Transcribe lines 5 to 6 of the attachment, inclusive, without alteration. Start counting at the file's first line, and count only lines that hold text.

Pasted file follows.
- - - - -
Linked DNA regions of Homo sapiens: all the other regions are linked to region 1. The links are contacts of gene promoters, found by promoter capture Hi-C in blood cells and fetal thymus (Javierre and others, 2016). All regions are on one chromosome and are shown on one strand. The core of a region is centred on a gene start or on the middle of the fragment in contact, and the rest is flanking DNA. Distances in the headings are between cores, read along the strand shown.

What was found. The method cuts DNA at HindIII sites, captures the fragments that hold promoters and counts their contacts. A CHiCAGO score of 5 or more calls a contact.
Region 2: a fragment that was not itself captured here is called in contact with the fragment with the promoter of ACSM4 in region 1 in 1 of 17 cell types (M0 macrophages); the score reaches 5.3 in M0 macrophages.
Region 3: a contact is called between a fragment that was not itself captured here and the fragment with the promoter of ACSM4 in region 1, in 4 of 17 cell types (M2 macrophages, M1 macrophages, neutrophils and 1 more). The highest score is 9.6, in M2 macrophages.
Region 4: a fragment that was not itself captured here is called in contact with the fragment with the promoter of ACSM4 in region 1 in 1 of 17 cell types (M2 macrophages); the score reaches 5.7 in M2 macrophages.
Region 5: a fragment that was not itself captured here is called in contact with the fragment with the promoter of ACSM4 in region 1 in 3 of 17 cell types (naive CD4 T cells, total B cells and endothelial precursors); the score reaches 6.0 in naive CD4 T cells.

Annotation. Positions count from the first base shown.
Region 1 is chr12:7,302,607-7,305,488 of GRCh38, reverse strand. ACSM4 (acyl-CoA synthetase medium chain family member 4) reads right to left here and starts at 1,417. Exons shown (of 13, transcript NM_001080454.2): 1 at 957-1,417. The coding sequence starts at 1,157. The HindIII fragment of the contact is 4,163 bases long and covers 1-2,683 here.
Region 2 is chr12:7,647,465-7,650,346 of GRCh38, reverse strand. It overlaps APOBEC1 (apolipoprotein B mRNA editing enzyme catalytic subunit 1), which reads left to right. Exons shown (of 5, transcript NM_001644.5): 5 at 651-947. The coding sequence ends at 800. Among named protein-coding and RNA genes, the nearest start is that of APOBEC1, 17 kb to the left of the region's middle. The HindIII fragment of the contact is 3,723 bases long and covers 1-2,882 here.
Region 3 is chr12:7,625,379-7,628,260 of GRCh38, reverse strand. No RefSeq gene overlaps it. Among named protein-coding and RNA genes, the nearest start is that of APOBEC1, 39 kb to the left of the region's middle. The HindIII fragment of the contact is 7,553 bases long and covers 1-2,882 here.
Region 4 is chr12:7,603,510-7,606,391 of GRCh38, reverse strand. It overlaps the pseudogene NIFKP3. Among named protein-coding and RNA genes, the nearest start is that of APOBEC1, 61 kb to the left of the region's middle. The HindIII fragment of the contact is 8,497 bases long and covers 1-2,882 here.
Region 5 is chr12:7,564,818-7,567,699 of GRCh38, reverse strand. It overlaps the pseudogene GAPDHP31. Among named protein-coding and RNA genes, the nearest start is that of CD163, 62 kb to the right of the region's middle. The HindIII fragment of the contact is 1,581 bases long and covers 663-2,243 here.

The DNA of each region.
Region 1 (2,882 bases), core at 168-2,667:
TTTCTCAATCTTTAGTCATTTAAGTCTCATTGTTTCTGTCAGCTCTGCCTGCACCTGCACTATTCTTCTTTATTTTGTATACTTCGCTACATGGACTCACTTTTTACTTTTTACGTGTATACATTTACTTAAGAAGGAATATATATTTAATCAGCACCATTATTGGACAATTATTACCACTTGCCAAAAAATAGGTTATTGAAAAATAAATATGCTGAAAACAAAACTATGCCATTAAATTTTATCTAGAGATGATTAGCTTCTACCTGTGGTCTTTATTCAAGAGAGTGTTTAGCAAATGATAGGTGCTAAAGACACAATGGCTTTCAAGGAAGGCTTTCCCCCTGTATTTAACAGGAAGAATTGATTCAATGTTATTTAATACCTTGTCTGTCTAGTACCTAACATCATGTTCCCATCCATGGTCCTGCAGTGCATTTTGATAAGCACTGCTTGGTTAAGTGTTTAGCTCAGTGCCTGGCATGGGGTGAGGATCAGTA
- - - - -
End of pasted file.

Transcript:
Region 4: a fragment that was not itself captured here is called in contact with the fragment with the promoter of ACSM4 in region 1 in 1 of 17 cell types (M2 macrophages); the score reaches 5.7 in M2 macrophages.
Region 5: a fragment that was not itself captured here is called in contact with the fragment with the promoter of ACSM4 in region 1 in 3 of 17 cell types (naive CD4 T cells, total B cells and endothelial precursors); the score reaches 6.0 in naive CD4 T cells.